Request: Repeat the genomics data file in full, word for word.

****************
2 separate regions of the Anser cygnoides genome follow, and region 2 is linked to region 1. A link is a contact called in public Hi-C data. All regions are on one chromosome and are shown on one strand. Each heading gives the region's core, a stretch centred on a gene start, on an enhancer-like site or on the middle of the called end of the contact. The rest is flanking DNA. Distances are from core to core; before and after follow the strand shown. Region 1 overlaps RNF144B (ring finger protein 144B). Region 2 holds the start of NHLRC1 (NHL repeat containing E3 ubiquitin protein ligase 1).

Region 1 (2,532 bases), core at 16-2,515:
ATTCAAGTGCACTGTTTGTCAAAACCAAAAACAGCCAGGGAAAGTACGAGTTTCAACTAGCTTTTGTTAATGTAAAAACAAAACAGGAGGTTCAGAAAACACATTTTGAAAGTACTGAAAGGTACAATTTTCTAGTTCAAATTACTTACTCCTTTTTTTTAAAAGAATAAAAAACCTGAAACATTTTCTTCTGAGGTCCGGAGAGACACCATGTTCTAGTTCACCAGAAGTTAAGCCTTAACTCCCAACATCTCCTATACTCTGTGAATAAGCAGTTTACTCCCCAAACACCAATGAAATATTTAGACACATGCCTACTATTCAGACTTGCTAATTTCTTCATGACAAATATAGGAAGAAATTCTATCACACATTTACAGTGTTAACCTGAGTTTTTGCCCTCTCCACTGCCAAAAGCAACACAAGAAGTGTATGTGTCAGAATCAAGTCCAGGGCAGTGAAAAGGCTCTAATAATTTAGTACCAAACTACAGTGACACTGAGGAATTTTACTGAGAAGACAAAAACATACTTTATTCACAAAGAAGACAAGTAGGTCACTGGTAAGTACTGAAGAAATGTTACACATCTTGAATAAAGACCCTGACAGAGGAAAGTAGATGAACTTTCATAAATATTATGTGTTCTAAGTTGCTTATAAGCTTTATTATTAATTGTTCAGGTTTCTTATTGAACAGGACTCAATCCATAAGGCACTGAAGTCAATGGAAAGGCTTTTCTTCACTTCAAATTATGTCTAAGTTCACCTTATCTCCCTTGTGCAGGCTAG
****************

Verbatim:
2 separate regions of the Anser cygnoides genome follow, and region 2 is linked to region 1. A link is a contact called in public Hi-C data. All regions are on one chromosome and are shown on one strand. Each heading gives the region's core, a stretch centred on a gene start, on an enhancer-like site or on the middle of the called end of the contact. The rest is flanking DNA. Distances are from core to core; before and after follow the strand shown. Region 1 overlaps RNF144B (ring finger protein 144B). Region 2 holds the start of NHLRC1 (NHL repeat containing E3 ubiquitin protein ligase 1).

Region 1 (2,532 bases), core at 16-2,515:
ATTCAAGTGCACTGTTTGTCAAAACCAAAAACAGCCAGGGAAAGTACGAGTTTCAACTAGCTTTTGTTAATGTAAAAACAAAACAGGAGGTTCAGAAAACACATTTTGAAAGTACTGAAAGGTACAATTTTCTAGTTCAAATTACTTACTCCTTTTTTTTAAAAGAATAAAAAACCTGAAACATTTTCTTCTGAGGTCCGGAGAGACACCATGTTCTAGTTCACCAGAAGTTAAGCCTTAACTCCCAACATCTCCTATACTCTGTGAATAAGCAGTTTACTCCCCAAACACCAATGAAATATTTAGACACATGCCTACTATTCAGACTTGCTAATTTCTTCATGACAAATATAGGAAGAAATTCTATCACACATTTACAGTGTTAACCTGAGTTTTTGCCCTCTCCACTGCCAAAAGCAACACAAGAAGTGTATGTGTCAGAATCAAGTCCAGGGCAGTGAAAAGGCTCTAATAATTTAGTACCAAACTACAGTGACACTGAGGAATTTTACTGAGAAGACAAAAACATACTTTATTCACAAAGAAGACAAGTAGGTCACTGGTAAGTACTGAAGAAATGTTACACATCTTGAATAAAGACCCTGACAGAGGAAAGTAGATGAACTTTCATAAATATTATGTGTTCTAAGTTGCTTATAAGCTTTATTATTAATTGTTCAGGTTTCTTATTGAACAGGACTCAATCCATAAGGCACTGAAGTCAATGGAAAGGCTTTTCTTCACTTCAAATTATGTCTAAGTTCACCTTATCTCCCTTGTGCAGGCTAG